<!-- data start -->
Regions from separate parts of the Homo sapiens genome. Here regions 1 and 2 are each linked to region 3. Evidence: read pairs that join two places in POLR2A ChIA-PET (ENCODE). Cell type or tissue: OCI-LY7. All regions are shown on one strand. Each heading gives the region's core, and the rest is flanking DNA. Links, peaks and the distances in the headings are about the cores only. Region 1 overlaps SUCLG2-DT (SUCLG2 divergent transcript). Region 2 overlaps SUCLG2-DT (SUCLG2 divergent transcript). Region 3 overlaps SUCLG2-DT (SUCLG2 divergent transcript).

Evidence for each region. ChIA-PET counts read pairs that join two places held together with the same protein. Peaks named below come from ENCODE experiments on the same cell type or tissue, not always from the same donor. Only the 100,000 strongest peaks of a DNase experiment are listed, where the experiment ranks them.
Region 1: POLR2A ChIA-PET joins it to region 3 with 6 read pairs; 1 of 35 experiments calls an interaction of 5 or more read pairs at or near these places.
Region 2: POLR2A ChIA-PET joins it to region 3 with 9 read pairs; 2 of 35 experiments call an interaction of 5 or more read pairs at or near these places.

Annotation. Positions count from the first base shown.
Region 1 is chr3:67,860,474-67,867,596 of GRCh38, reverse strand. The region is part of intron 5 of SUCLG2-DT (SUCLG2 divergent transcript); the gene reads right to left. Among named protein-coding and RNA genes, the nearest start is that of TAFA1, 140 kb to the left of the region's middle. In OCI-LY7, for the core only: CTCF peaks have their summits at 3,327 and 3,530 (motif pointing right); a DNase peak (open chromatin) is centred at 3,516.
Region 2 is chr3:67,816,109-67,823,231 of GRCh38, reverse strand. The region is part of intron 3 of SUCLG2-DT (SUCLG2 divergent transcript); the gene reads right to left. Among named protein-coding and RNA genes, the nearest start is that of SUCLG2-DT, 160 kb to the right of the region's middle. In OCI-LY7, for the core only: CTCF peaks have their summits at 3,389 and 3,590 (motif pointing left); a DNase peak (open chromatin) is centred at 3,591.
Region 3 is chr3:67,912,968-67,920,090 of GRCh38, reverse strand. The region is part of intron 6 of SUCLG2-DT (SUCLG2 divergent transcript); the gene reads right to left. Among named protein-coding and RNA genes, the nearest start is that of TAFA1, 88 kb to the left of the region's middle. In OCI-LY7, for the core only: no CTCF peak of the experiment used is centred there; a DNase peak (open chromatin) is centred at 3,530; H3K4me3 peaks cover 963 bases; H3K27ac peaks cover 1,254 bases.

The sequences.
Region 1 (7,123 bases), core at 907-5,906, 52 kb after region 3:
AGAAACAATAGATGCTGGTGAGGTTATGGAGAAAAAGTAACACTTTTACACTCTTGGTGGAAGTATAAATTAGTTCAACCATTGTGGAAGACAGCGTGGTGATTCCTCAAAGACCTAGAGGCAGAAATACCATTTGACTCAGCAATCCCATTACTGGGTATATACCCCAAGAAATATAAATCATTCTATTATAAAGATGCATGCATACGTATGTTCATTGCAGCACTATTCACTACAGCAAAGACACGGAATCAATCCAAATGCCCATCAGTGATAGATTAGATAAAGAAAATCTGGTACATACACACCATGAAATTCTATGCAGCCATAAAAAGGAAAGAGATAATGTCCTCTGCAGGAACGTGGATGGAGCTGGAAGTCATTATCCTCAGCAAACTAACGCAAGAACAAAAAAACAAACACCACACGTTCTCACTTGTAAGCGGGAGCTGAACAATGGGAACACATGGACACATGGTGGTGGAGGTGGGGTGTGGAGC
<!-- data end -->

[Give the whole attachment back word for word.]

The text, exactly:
Regions from separate parts of the Homo sapiens genome. Here regions 1 and 2 are each linked to region 3. Evidence: read pairs that join two places in POLR2A ChIA-PET (ENCODE). Cell type or tissue: OCI-LY7. All regions are shown on one strand. Each heading gives the region's core, and the rest is flanking DNA. Links, peaks and the distances in the headings are about the cores only. Region 1 overlaps SUCLG2-DT (SUCLG2 divergent transcript). Region 2 overlaps SUCLG2-DT (SUCLG2 divergent transcript). Region 3 overlaps SUCLG2-DT (SUCLG2 divergent transcript).

Evidence for each region. ChIA-PET counts read pairs that join two places held together with the same protein. Peaks named below come from ENCODE experiments on the same cell type or tissue, not always from the same donor. Only the 100,000 strongest peaks of a DNase experiment are listed, where the experiment ranks them.
Region 1: POLR2A ChIA-PET joins it to region 3 with 6 read pairs; 1 of 35 experiments calls an interaction of 5 or more read pairs at or near these places.
Region 2: POLR2A ChIA-PET joins it to region 3 with 9 read pairs; 2 of 35 experiments call an interaction of 5 or more read pairs at or near these places.

Annotation. Positions count from the first base shown.
Region 1 is chr3:67,860,474-67,867,596 of GRCh38, reverse strand. The region is part of intron 5 of SUCLG2-DT (SUCLG2 divergent transcript); the gene reads right to left. Among named protein-coding and RNA genes, the nearest start is that of TAFA1, 140 kb to the left of the region's middle. In OCI-LY7, for the core only: CTCF peaks have their summits at 3,327 and 3,530 (motif pointing right); a DNase peak (open chromatin) is centred at 3,516.
Region 2 is chr3:67,816,109-67,823,231 of GRCh38, reverse strand. The region is part of intron 3 of SUCLG2-DT (SUCLG2 divergent transcript); the gene reads right to left. Among named protein-coding and RNA genes, the nearest start is that of SUCLG2-DT, 160 kb to the right of the region's middle. In OCI-LY7, for the core only: CTCF peaks have their summits at 3,389 and 3,590 (motif pointing left); a DNase peak (open chromatin) is centred at 3,591.
Region 3 is chr3:67,912,968-67,920,090 of GRCh38, reverse strand. The region is part of intron 6 of SUCLG2-DT (SUCLG2 divergent transcript); the gene reads right to left. Among named protein-coding and RNA genes, the nearest start is that of TAFA1, 88 kb to the left of the region's middle. In OCI-LY7, for the core only: no CTCF peak of the experiment used is centred there; a DNase peak (open chromatin) is centred at 3,530; H3K4me3 peaks cover 963 bases; H3K27ac peaks cover 1,254 bases.

The sequences.
Region 1 (7,123 bases), core at 907-5,906, 52 kb after region 3:
AGAAACAATAGATGCTGGTGAGGTTATGGAGAAAAAGTAACACTTTTACACTCTTGGTGGAAGTATAAATTAGTTCAACCATTGTGGAAGACAGCGTGGTGATTCCTCAAAGACCTAGAGGCAGAAATACCATTTGACTCAGCAATCCCATTACTGGGTATATACCCCAAGAAATATAAATCATTCTATTATAAAGATGCATGCATACGTATGTTCATTGCAGCACTATTCACTACAGCAAAGACACGGAATCAATCCAAATGCCCATCAGTGATAGATTAGATAAAGAAAATCTGGTACATACACACCATGAAATTCTATGCAGCCATAAAAAGGAAAGAGATAATGTCCTCTGCAGGAACGTGGATGGAGCTGGAAGTCATTATCCTCAGCAAACTAACGCAAGAACAAAAAAACAAACACCACACGTTCTCACTTGTAAGCGGGAGCTGAACAATGGGAACACATGGACACATGGTGGTGGAGGTGGGGTGTGGAGC